The concussions Joseph went on to suffer could not have been predicted, but it's not like he was some can't-miss prospect. He was a catcher who hadn't played a full season above Single A. He had 22 homers at High A in 2011, but did it with a low batting average and low on-base percentage. Passed balls were a problem.

What made things even more confusing was the Phillies' non-tender of Schierholtz that ensuing winter. They still lacked outfield depth. Schierholtz played pretty well during the second half of 2012 when he was healthy. It just made no sense. And Schierholtz went on that season to hit 21 homers and post a .770 OPS for the Cubs while the Phillies played Delmon Young.

Terrible.

3. The Ryan Howard extension
If any move perfectly exemplifies the stagnant thinking used by the Phillies' front office as the Golden Era began to close, it was the five-year, $125 million contract extension they gave Howard even though signs of decline were setting in.

All they had to do was look to recent history of first basemen with Howard's body type and skill set to realize those players do not age well.

Howard still had two years left on a three-year contract when the Phils extended him. They signed him early to have some peace of mind at first base, and because it theoretically saved them some more money than signing him in free agency would have. At the time, Howard, Albert Pujols, Prince Fielder and Adrian Gonzalez were all set to hit free agency at the same time.

Howard's decline was accelerated by the unfortunate Achilles tear, but even before it, his OPS had fallen nearly 100 points from the previous season. And in the 2011 regular season before that injury, he hit .253 and was down to the low-30s in home runs.

Plus, the line of thinking that you need a high-priced first baseman is outdated. Teams no longer feel the need to pay for a one-dimensional slugger. Look at the contenders across the NL. Lucas Duda is no star. Neither is Brandon Moss of the Cardinals, or Matt Adams before him. The Pirates don't have a true everyday first baseman. The Cubs and Dodgers have stars at 1B, but only the Dodgers are paying market value for theirs. The Giants won it all last season with Mike Morse getting a lot of time at first base.

 

Even worse than the Howard contract was the organization's unwillingness to admit the cost was sunk and stop playing him. He's been a liability on the bases and defensively for years. He hits lefties like a pitcher. Howard did some historic things, but the past is the past and any athlete knows that. It's not his fault he was paid a ton of money for past performance. It's Amaro's fault.

4. The Jonathan Papelbon contract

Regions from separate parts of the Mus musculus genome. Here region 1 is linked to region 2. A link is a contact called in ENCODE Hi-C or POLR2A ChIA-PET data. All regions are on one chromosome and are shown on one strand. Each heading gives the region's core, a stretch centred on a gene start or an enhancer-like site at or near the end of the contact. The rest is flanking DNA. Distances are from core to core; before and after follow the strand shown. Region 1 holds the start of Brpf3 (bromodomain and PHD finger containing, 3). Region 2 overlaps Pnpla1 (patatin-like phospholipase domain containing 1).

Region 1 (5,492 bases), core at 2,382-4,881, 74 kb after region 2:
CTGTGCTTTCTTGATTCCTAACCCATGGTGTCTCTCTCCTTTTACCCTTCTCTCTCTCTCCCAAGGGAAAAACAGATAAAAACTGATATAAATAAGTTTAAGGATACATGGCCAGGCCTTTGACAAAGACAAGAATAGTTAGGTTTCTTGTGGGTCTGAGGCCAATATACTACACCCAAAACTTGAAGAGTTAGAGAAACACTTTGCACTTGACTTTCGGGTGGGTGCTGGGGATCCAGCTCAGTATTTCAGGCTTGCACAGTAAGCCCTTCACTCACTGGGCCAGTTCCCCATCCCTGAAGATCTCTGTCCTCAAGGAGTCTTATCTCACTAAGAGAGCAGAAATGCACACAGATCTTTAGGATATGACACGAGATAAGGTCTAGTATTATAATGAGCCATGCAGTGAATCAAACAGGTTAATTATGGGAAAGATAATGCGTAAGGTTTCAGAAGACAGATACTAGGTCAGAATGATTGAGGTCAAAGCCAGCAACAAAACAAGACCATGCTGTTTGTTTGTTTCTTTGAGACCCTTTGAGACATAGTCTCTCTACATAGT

Another doozy.

Look, there's no disagreeing with Amaro's rationale during that winter of 2011. The Phillies looked poised to be one of the best teams in baseball again in 2012, and Amaro wanted to protect his elite starting staff with an elite closer. Understandable.

What was not understandable was the contract given to Papelbon. At four years, $50 million, it was the largest contract ever awarded to a closer. But it didn't end there. It also included an easily attainable 2016 vesting option that pushed the deal to $63 million. It also included a 17-team no-trade clause. Both of those aspects of the deal made Papelbon nearly untradeable.

The Amaro Era was littered with no-trade clauses, vesting options and pricy buyouts. Those are three things the next regime will surely reconsider handing out as easily as Amaro did.

I went back and looked at years and years of buyouts and could not find one more expensive than the $10 million buyout on Howard's contract or the $12.5 million buyout on Lee's current deal.

5. Amaro's recent comments
This is not a trade or a signing, but it was also a bad move by Amaro. Last winter, he publicly said the Phillies would probably be better off without Howard than with him, a statement that served no purpose whatsoever. It was refreshing to hear the honesty, but it hurt Howard's already low trade value and had to feel like a slap in the face to the player.

Then in late May, Amaro said fans "don't understand the game." I'll be honest, I did not find much wrong with that comment because I knew what Amaro meant. He just worded it so poorly. The comment was made in regard to fast-tracking prospects. Amaro was trying to say that fans do not understand the complexity of developing a player and setting a timeline for his advancement. That's true. Writers, observers, pretty much anybody not in player development can't understand that process as well as front office-types.

But Amaro is smart enough to know that comment would be boiled down to those five harsh words: "They don't understand the game." Even though he was probably right about his overall point, there were many softer ways to phrase what he felt.

Honorable mention: The Miguel Alfredo Gonzalez deal, failed early draft picks, the Carlos Ruiz three-year extension.